The potential use of hen egg white lysozyme as an antimicrobial agent in foods : a thesis presented in partial fulfilment of the requirements for the degree of Master of Technology in Food Technology at Massey University
The potential use of lysozyme as an antimicrobial agent in foods was investigated in model food systems(brainheart infusion broth) using factorial designed experiments and in mussel and cottage cheese food systems. Optical density or absorbance was used as a tool to monitor the growth response of Listeria monocytogenes and C. tyrobutyricum in brain heart infusion broth under the combined influence of pH(5.5, 6.5), lysozyme (0.2mg/ml, 3mg/ml) and different chelating agents(ethylene diaminetetraacetic acid(EDTA), glycine, gluco delta lactone(GDL), citric acid, sodium phosphate dibasic(SPDB) and sodium hexametaphosphate(SHMP)(10mM, 25mM). Using 2 3 full factorial design experiments, the yield of the organisms (expressed as the area under the
curve of a plot of change in optical density at 600nm vs time) was taken as the quantitative response variable for each treatment. These yield values were then used for (a) statistical analysis to determine which of the single or interactive factors tested significantly reduced the yield, (b) formulation of a mathematical regression equation which could be used to predict microbial growth within the limits of the factors studied. Diagnostic plots were constructed to evaluate further how well the statistical model fit the observed yield values. Plots of residuals versus predicted yield values appeared to suggest that a transformation of the response would improve the fit of the models. No other serious reservations were suggested by the diagnostic plots. Goodness of fit of the models was also evaluated by the R-squared values. Significant two-way and three-way interactions between lysozyme, pH and EDTA, GDL, citric acid and glycine were exhibited. Response surface methodology(RSM) was used to (a) characterize the response of L. monocytogenes to variation in treatment combinations and (b) show non-linearity of models(or interaction of factors). Generally yield was minimal in treatment where pH was low, with high lysozyme and chelator. Based on equal molar concentrations, the antimicrobial activity of the different chelating agents was in the order EDTA > GDL > citric acid > glycine > adipic acid > SHMP > SPDB. The same ranking was true for the degree to which each chelating agent enhanced lysozyme activity. Based on broth culture studies, the chelating agents EDTA, GDL, glycine, citric acid and adipic acid were demonstrated to have potential for use as antimicrobial agents in combination with lysozyme in food systems. Results of a 2 5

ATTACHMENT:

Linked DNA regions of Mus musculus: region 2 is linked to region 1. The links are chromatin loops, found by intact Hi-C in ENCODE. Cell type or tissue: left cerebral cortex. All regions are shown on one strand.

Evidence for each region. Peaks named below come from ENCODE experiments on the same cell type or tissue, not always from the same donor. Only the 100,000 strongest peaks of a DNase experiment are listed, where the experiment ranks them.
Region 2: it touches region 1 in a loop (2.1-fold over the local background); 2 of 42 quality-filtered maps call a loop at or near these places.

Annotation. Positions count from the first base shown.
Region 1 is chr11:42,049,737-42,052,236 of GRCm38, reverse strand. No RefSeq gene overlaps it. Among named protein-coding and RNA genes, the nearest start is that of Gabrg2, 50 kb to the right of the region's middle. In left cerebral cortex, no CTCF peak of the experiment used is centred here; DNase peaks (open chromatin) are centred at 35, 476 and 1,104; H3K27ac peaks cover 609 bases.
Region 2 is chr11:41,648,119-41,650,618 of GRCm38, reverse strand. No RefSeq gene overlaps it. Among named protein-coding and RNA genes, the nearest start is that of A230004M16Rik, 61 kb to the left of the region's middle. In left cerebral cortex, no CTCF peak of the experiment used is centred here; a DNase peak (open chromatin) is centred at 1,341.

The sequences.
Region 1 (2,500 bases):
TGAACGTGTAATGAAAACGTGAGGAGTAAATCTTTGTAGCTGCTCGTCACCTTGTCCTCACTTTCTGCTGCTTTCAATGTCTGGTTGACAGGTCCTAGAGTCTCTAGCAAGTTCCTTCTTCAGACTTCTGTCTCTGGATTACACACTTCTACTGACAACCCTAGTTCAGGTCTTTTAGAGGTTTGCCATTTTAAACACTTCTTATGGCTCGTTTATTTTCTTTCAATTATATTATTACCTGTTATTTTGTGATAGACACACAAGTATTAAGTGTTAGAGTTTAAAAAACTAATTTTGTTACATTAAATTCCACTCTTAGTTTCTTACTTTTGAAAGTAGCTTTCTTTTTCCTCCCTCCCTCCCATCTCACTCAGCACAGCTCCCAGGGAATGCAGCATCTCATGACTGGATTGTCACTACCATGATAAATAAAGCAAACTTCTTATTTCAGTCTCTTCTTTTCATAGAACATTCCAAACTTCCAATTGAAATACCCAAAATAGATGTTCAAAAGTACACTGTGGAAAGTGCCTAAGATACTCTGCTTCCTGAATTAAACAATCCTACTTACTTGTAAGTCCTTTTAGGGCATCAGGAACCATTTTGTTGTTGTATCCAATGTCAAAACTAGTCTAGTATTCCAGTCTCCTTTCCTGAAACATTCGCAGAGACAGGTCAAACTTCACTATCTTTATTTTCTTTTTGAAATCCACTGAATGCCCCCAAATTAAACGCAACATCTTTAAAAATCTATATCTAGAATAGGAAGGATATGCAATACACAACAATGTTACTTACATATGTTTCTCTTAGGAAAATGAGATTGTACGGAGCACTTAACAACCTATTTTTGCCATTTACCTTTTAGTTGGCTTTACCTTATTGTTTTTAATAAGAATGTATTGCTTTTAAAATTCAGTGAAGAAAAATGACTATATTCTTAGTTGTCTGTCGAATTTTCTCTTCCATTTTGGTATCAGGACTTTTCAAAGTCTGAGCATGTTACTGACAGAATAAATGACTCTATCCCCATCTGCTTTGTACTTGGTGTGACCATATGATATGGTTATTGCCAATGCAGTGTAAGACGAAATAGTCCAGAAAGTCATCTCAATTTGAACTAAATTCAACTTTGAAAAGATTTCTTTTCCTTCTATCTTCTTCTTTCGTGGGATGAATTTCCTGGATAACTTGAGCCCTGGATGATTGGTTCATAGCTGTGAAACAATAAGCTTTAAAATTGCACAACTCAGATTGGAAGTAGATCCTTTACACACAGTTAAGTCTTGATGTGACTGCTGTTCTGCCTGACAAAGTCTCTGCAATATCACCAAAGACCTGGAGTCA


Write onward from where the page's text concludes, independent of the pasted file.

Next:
factorial design indicated that the 5 factors, lysozyme, GDL, pH, inoculum level and temperature were important in the inhibition of L. monocytogenes. Results of the broth culture studies gave a good reflection of the survival of L. monocytogenes in the food system. The variable combinations interacted to decrease the growth of L. monocytogenes and extended the lag phase duration. However C. tyrobutyricum was more tolerant to the different treatment combinations other than EDTA. A study of protein interference demonstrated that the antimicrobial activity of the lysozyme-GDL preservation system was not inhibited by the presence of proteins. The food system study demonstrated that the lysozyme-GDL treatment combination has potential for use as a preservative in refrigerated low pH ready-to-eat foods. The susceptibility of L. monocytogenes to lysozyme-GDL treatment in both broth culture and food systems increased as the temperature was reduced(25C-5C) and as the pH decreased(pH6.5-pH5.5). Food system studies demonstrated that modified atmosphere packaging(96.58%N2 , 2.09%O2 and 1.34% CO2)
has no influence of the growth of L. monocytogenes. The susceptibility of L. monocytogenes to lysozyme-GDL was a stable characteristic, remaining unchanged during the entire study. Attempts to select for greater lysozyme-GDL resistance by testing populations grown from lysozyme-GDL survivors isolated at the end of the food system study was unsuccessful. There was no evidence that L. monocytogenes was resistant to the lysozyme-GDL treatment.